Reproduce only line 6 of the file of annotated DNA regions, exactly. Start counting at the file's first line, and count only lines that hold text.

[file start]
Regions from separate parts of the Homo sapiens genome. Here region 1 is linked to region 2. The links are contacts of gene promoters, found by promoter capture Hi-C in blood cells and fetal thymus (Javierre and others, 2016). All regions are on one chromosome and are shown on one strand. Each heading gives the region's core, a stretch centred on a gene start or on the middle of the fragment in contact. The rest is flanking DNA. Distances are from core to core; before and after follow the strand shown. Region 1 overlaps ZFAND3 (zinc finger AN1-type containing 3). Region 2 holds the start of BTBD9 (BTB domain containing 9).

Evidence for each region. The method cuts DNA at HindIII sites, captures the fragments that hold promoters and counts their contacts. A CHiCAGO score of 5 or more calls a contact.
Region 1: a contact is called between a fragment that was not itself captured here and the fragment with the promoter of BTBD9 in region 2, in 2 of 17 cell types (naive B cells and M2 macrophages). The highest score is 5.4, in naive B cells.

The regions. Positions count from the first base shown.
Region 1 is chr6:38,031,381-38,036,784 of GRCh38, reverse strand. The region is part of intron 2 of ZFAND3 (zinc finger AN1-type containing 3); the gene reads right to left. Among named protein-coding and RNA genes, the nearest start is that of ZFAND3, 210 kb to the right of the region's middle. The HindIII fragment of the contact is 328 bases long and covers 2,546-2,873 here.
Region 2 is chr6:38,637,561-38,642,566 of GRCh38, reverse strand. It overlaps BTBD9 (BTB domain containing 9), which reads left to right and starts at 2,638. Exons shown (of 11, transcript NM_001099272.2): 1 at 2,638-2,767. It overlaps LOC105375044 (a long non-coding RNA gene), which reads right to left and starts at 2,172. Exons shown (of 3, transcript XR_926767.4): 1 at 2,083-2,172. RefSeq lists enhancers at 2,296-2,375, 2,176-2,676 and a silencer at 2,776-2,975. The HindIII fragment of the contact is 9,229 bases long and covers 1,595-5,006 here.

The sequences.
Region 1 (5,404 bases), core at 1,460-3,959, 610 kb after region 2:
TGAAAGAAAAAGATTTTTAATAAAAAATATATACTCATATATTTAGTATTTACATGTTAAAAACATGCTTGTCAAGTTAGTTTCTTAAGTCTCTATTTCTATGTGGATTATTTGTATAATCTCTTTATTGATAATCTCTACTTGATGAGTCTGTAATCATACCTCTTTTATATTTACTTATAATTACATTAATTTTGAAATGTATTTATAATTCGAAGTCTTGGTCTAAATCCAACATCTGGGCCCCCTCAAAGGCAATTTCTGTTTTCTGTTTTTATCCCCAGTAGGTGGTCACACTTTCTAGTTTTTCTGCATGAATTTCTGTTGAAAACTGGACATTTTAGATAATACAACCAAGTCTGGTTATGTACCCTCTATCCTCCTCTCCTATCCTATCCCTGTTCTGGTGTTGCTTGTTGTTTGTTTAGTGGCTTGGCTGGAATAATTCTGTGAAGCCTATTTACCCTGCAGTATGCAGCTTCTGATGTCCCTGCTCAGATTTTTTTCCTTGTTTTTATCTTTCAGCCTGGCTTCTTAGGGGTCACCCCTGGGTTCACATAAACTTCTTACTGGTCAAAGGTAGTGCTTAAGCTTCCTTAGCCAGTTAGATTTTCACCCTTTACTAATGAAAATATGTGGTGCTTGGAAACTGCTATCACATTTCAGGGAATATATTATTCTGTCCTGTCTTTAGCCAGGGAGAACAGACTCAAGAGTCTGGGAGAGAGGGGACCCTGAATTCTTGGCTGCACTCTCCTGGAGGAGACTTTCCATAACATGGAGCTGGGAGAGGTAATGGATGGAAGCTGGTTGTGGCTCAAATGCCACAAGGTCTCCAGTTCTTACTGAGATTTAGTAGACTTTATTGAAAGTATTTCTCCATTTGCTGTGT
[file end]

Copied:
Region 2 is chr6:38,637,561-38,642,566 of GRCh38, reverse strand. It overlaps BTBD9 (BTB domain containing 9), which reads left to right and starts at 2,638. Exons shown (of 11, transcript NM_001099272.2): 1 at 2,638-2,767. It overlaps LOC105375044 (a long non-coding RNA gene), which reads right to left and starts at 2,172. Exons shown (of 3, transcript XR_926767.4): 1 at 2,083-2,172. RefSeq lists enhancers at 2,296-2,375, 2,176-2,676 and a silencer at 2,776-2,975. The HindIII fragment of the contact is 9,229 bases long and covers 1,595-5,006 here.